Warning: this review contains full spoilers for Part 2 of Crisis on Infinite Earths! If you need a refresher on where we left off, here's our review for "Crisis on Infinite Earths: Part 1." Plus, check out our spoiler-filled Lazarus Pit breakdown.
The first chapter of Crisis on Infinite Earths set a strong example for the rest of the crossover to follow. It established the incredibly high stakes of this conflict, even while anchoring this cosmic catastrophe around the trials and tribulations of our favorite Arrowverse icons. That trend continues in Crisis Part 2, an episode that doubles down on the emotional character drama and manages to deliver some of the best live-action Superman moments in a very long time.Part 2 is somewhat less plot-driven than its predecessor. Having laid out the basics of the Crisis conflict in Part 1, the crossover now sets about exploring the emotional fallout of huge developments like the destruction of Earth-38 and the death of Oliver Queen, as well as gathering new players for the bigger fight to come. There is a slight concern that Crisis is moving too slowly for its own good. By the end of this episode we only just meet the Anti-Monitor, suggesting Part 3 will have a lot of ground to cover in order to set up the dramatic cliffhanger until the Crisis crossover resumes in January. But given the quality of these first two episodes, there's plenty of reason to be optimistic.And to be frank, if Crisis is going to err on one side or the other, I'd rather it be in prioritizing the character moments over the plot and spectacle. This crossover is sticking close enough to the framework of the original Crisis on Infinite Earths comic that it seems safe to assume a similar outcome. This is clearly a case where the journey is more important than the ride, and where the real importance of Crisis is in how it reshapes the journeys of familiar characters like Supergirl and Batwoman. Part 2 has plenty to offer in that regard.While Part 2 casts as wide a net as Part 1 in terms of DC multiverse characters, those characters tend to play a much more significant role in the plot this time around. And it's those guest stars who fuel most of the most emotionally stirring and enjoyable moments. If Crisis accomplishes nothing else, it'll have been a worthwhile endeavor solely because it delivers the Smallville epilogue fans deserve.I can see some fans being disappointed in how Tom Welling and Erica Durance's return to the Smallville universe is handled here. The reveal that Welling's Clark Kent is de-powered and enjoying a quiet retirement on the family farm definitely subverts expectations. Then there's the absence of Michael Rosenbaum's Lex Luthor, who's only mentioned in passing (he's the president, natch). Any hope of seeing Welling, Brandon Routh, and Tyler Hoechlin all wearing the red and blue tights together is now dashed. But despite all that, this extended Smallville scene really works. It speaks perfectly to the complicated and often unhappy relationship Welling has had with the series. He's long wanted to move on from that phase of his career, and this scene allows him to do so in a poignant way.Plus, this scene actually plays better with Jon Cryer's Lex filling in for Rosenbaum. Rosenbaum apparently wasn't happy with the lowball offer The CW made to take part in the crossover, but the fact is, there isn't really a need for that character in this story. What the Smallville scene does need is a more arrogant, vindictive version of Lex of the sort Cryer plays so well. Their brief showdown perfectly embodies Lex's uneasy status quo since being resurrected by the Monitor. He finally has the power to destroy his most hated enemy. He's even done exactly that on several worlds already. But here, faced with a version of Superman who's so content and peaceful he willingly gave up his godlike power, Lex can only realize how unfulfilling this multiversal murder spree really is. You also have to love his reaction to learning Clark Kent is this world's Superman. Lex is so arrogant he can only assume the same isn't true on his own world. If it was, wouldn't he have figured out the truth?Part 2 is also where we meet Brandon Routh's Superman. Or perhaps "meet" isn't the right word, as this episode strongly suggests this Kingdom Come-inspired world is actually the future of the Superman Returns universe. That twist brings an extra weight and gravitas to Earth-96, as we see Routh balancing both the innate charm and decency of that Superman with the tragedy of a hero who's outlived nearly everyone he loved. The moment that iconic John Williams music keys in as Routh's Clark sees Elizabeth Tulloch's Lois, this scene becomes pure superhero magic.Watching this episode actually makes me sad we never got a Returns sequel. However flat that movie falls in terms of plot, Routh is a solid Superman and a downright terrific Clark Kent. And if anything, his Superman side has gotten better with age. Routh seems more confident and assured as the elder statesman hero, and he even looks the part more thanks to a far better costume design. This Earth-96 sequence does struggle a little during the big brawl between Supermen. Part 2 attempts a Man of Steel-style battle of Kryptonian titans, but that sort of scale is beyond the reach of a broadcast TV budget. But emotionally, this material hits all the right notes, and Routh is simply excellent in his dual roles.Part 2's most significant "cameo" comes as Kara and Kate travel to Earth-99 and meet that world's aging, embittered Bruce Wayne (and his surprisingly buff manservant, Luke Fox). This "cameo" subverts expectations even more than Welling's Clark. This version of Bruce pulls bits of inspiration from The Dark Knight Returns, Kingdom Come and Batman Beyond, but ultimately it's a very different take on the character. This is Bruce Wayne: Cautionary Tale, a man who lacked the strong parental figures he needed early in life and eventually became as dark and deranged as the criminals he hunted.Again, this unexpected shift in direction works. We already have Routh's Superman as the kindly, aging hero of the group, so there's no need for a similar take on Bruce. And it's a take that plays specifically to Kevin Conroy's iconic voice and steely presence. There's a brief moment where it's incredibly surreal hearing that voice in a live-action context, but it isn't long before Conroy draws us in and owns this unusual take on Bruce. The episode is also pretty vague as to whether this Bruce is meant to look like the one Kate knows, so hopefully the door is still open for Conroy to play the Earth-1 version when he eventually appears on Batwoman.This lengthy detour into Earth-99 serves other purposes. In terms of the ongoing Crisis narrative, it establishes Kate as the Paragon of Courage (a fitting choice given her back-story). It also sets up what could be a more long-term struggle for the character as she questions whether she's capable of going down the same road as her cousin. To date, Batwoman hasn't dealt much with the larger Arrowverse, and this seems like a way of opening a wider door. Part 2 may be setting up a JLA: Tower of Babel-inspired conflict where Kate goes down a dark road by building contingency plans against her fellow heroes. That could fuel the conflict in Part 3, or (ideally) it could pay off farther down the line in a future crossover.With all these welcome multiverse guest stars in the mix this week, Crisis actually struggles more with its familiar cast of characters. One subplot combines the casts of Arrow and Legends of Tomorrow as Mia and Sara set about trying to resurrect Ollie in a Lazarus Pit. I appreciate how much this material is aimed at mirroring Sara’s own resurrection in Arrow: Season 4, but it comes across as an unnecessary addition to an already crowded crossover. If Ollie is intended to return, surely there’s a more efficient way of going about it. And more to the point, given how well the most recent chapters of Arrow and Supergirl have served to send Ollie into the sunset, is there anything to be gained by undoing his death now? Hopefully Part 3 can justify this unexpected turn of events.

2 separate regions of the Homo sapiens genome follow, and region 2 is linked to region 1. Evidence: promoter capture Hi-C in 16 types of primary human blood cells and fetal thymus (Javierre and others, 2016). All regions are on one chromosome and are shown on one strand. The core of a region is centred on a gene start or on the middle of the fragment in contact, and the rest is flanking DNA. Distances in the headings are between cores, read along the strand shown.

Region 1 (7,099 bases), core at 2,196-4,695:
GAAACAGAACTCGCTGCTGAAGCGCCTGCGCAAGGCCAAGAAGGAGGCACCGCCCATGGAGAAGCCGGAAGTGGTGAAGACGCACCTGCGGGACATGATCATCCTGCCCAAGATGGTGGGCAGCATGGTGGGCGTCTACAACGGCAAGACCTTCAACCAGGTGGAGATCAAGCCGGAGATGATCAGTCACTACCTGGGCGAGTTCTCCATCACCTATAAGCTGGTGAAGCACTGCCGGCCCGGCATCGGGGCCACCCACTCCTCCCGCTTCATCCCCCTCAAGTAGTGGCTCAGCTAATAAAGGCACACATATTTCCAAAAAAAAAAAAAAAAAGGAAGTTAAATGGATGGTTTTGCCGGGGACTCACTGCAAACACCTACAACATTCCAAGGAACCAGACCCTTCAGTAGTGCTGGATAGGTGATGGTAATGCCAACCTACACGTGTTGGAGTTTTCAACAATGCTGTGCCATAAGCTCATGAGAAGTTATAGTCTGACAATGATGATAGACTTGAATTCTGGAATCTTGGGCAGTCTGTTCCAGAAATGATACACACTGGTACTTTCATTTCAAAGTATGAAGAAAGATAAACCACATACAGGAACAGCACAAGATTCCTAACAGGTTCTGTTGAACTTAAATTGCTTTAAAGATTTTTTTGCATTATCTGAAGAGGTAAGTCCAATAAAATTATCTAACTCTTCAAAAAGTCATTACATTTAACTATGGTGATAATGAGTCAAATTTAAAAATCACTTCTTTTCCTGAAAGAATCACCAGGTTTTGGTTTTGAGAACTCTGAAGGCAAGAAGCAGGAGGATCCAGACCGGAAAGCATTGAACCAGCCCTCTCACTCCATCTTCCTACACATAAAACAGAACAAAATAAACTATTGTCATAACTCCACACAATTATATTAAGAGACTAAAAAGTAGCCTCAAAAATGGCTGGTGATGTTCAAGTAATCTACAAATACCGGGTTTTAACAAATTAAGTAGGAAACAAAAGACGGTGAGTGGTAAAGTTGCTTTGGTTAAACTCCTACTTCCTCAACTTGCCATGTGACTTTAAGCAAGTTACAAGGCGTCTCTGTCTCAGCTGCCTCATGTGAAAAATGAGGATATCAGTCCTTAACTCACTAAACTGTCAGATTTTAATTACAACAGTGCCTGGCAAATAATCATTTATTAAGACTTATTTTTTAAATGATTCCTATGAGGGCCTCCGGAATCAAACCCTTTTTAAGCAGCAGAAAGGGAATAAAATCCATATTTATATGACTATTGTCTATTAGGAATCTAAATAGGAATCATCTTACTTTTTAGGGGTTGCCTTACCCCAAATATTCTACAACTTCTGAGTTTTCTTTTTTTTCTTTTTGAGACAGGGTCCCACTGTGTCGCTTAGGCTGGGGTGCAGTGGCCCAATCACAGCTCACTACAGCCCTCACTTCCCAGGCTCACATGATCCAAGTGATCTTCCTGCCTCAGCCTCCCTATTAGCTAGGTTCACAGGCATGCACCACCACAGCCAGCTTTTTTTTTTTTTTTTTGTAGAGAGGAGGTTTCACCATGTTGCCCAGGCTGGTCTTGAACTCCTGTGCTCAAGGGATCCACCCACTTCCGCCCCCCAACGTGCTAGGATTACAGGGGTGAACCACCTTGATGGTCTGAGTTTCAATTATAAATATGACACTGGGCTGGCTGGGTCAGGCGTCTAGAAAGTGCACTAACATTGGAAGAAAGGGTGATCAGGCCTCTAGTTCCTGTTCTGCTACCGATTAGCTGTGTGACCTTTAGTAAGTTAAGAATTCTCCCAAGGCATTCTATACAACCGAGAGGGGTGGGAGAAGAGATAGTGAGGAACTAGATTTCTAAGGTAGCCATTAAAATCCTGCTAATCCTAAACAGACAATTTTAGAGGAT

After the dramatic events of the opening chapter, Crisis on Infinite Earths: Part 2 slows down a bit to examine how various new and old heroes are responding to the end times. That shift in focus largely works, though the Lazarus Pit subplot raises some concerns. But between giving Smallville fans the closure they deserve with Tom Welling’s return, celebrating Kevin Conroy’s live-action Batman debut, and giving Brandon Routh another shot as the Man of Steel, this episode is a superhero nerd’s dream come true.